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The Real Housewives of Highbury

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“So apparently, all of a sudden this random piano shows up at Jane's house, and I'm like, 'Where did this even come from?' She says she doesn't know, and that it must've come from her good friends over in Ireland, that they must’ve wanted to surprise her. Now, look. I have a lot of friends, okay? Everybody loves me, I'm pretty sure. But nobody has ever just given me a whole piano out of the blue! That's all I'm saying.”


“Well, I don't really know. Maybe no one ever gave Emma a piano because they didn't think she'd know what to do with it?”


“Fine! Augusta and her ragtag bunch of misfits can come to Box Hill with us.”

“Thank you, sweetheart. I knew you wouldn't mind. We are all going to the same place, after all. He meant well.”

“Ugh. I suppose he did. But you need to get that husband of yours under control, Annie, or you'll turn around and find the Sucklings at your table for Christmas dinner. Or more likely their letter of apology while dear old Philip and Augusta help themselves to the choicest pieces of mince pie.”



“In Highbury, who you know really does determine how far you'll go.”
- Harriet

“Take it from me: Nice girls really can finish first.”
- Jane

“I don't get older. I just get better and better.”
- Anna

“Sorry girls; money can't buy you class. Luckily, I was born with both.”
- Emma

“All my friends say I have this housewife thing down.”
- Augusta

“Am I supposed to say something witty here? Let me think … could you take three dull things instead?”
- Henrietta



“So, we were planning to drive to Box Hill, but after muscling in on my party, the Eltons ended up wrecking their SUV monstrosity and ruining everything. I would've gone on without them, of course, but Annie said we couldn't. Good thing George invited us to spend the day picking his strawberries instead, lovely man. Donwell’s no national landmark, but it certainly beats having to entertain the Eltons at home.”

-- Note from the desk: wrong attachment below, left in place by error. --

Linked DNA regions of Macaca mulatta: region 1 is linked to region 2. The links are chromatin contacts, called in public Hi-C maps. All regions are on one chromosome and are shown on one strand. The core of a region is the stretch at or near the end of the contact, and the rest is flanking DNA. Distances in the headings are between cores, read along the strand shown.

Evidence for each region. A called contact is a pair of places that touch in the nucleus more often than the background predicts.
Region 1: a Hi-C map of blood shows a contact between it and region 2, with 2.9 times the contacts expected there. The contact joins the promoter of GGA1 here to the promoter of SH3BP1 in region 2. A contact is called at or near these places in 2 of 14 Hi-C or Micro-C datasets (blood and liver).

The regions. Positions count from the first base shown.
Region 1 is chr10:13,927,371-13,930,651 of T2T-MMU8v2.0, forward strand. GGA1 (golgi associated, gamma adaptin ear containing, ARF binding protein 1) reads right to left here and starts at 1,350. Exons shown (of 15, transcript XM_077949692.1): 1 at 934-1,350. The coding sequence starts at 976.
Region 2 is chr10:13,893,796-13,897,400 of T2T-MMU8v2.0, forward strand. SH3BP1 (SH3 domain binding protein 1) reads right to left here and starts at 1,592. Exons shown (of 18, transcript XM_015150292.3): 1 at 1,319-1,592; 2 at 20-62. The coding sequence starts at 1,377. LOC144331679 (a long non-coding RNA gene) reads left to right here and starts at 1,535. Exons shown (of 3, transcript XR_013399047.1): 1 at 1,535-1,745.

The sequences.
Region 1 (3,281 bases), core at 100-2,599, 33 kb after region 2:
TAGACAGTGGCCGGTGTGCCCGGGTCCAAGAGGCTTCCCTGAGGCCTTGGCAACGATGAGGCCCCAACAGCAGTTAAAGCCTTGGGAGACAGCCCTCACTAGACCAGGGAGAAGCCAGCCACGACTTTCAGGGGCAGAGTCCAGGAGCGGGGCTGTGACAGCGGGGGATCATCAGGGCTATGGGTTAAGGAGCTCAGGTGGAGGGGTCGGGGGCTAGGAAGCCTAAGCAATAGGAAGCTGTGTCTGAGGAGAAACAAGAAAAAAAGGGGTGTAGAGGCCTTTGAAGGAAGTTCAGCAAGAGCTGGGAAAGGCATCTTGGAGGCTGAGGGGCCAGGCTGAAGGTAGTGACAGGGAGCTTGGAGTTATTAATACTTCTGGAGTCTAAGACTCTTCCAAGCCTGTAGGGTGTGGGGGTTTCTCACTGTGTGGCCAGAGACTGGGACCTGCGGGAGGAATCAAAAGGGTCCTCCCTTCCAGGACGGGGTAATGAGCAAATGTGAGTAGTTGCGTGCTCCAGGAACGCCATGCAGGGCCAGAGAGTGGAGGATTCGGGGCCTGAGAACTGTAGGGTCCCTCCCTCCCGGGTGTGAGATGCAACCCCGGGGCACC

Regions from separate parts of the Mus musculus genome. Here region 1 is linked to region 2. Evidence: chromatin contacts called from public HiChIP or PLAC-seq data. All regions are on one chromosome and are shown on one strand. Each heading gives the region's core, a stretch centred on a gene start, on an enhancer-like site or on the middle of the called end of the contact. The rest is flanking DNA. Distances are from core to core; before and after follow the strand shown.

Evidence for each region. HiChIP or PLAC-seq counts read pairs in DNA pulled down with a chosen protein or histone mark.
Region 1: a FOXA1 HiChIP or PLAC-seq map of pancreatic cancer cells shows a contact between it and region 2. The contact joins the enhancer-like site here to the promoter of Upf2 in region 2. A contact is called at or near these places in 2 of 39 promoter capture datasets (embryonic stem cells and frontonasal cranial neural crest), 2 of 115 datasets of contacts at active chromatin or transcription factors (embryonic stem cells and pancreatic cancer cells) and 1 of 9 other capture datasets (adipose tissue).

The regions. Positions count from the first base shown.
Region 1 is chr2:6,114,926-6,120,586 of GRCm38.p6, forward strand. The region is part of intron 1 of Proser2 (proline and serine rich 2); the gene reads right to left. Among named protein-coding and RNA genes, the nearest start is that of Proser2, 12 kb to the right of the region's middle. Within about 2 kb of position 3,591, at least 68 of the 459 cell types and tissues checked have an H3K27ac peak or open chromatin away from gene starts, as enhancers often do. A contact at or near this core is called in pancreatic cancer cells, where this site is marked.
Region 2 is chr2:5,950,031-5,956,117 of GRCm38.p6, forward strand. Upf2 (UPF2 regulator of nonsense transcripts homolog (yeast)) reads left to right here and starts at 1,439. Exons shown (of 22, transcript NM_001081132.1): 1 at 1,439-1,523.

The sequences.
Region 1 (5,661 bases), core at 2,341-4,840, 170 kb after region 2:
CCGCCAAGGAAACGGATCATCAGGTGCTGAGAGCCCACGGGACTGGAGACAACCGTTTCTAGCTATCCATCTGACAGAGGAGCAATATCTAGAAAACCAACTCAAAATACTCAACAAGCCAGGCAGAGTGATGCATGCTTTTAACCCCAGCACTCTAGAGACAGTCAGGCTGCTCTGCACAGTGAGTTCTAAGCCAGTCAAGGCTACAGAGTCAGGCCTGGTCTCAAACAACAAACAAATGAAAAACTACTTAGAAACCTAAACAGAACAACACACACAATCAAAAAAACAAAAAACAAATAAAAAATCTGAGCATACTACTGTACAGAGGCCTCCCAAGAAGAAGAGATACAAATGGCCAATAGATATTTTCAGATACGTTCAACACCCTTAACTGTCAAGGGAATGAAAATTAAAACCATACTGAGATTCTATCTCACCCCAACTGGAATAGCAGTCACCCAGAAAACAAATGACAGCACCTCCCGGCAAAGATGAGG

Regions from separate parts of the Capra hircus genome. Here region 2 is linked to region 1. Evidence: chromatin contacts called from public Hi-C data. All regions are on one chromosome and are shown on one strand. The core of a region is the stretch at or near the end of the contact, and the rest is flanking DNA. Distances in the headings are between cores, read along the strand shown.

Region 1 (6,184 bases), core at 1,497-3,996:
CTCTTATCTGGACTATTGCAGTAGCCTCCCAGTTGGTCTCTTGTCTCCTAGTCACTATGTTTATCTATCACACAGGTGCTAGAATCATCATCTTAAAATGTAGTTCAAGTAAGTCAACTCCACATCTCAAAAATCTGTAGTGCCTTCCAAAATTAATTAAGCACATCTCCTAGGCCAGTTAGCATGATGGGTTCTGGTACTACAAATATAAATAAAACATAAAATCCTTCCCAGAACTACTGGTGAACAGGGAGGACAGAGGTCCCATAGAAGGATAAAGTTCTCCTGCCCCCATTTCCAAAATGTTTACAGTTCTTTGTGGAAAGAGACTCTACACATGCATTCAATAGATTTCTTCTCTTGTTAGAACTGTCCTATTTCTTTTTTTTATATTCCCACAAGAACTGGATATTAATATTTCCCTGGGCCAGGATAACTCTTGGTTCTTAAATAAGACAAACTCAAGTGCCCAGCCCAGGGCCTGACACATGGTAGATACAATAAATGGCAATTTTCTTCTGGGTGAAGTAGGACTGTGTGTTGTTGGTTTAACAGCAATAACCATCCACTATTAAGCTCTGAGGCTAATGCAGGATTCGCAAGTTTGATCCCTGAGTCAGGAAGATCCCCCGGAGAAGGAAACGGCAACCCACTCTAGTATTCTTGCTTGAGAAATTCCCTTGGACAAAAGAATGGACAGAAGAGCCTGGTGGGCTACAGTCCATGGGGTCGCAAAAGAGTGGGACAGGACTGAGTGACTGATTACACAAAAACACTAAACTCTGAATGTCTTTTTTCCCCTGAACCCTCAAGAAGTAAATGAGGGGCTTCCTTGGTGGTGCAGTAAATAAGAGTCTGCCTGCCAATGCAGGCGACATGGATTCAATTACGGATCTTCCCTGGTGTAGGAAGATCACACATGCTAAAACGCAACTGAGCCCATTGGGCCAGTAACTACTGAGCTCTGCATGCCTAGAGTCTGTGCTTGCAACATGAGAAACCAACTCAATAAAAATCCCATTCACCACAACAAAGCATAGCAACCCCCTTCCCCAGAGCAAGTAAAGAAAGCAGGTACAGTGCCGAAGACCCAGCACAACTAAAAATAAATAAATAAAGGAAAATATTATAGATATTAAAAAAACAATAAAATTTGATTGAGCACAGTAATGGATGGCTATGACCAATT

“Everybody! Listen! Now, make sure you look at me and Jane; look, this is the proper way to pick a strawberry. Oh, you all should've had big baskets like ours! But I guess you can do the best you can with what you have. Hetty, you don't want to stoop too low. Look how your niece is doing it, that's right.”


[sighs] … Augusta can be … trying.


The woman is maddening. Everyone tells me I need to be patient with her because she's new in town, but she doesn't act like she's new in town. She acts more like she's new to Earth. I know Anna and George hate her as much as I do, but I can never get them to admit it.


“Knightley, I thought we were having a picnic spread in the shade? I see the perfect spot, right under that beautiful cluster of oak trees?”

“You did mention that, but I thought it would be more pleasant to eat indoors. Since we'll be picnicking at Box Hill tomorrow, you know.”

“Ah, well I'm sure if the indoors is as beautiful as out here, then we won't lose by the change.”

“Yes, your estate is so very beautiful, Knightley. You might have a problem carting the lovely Augusta out of here at the end of the day. She'd be ever so decorative, I'm sure. You could count on her to strike loads of attractive poses under every stand of oaks on the place.”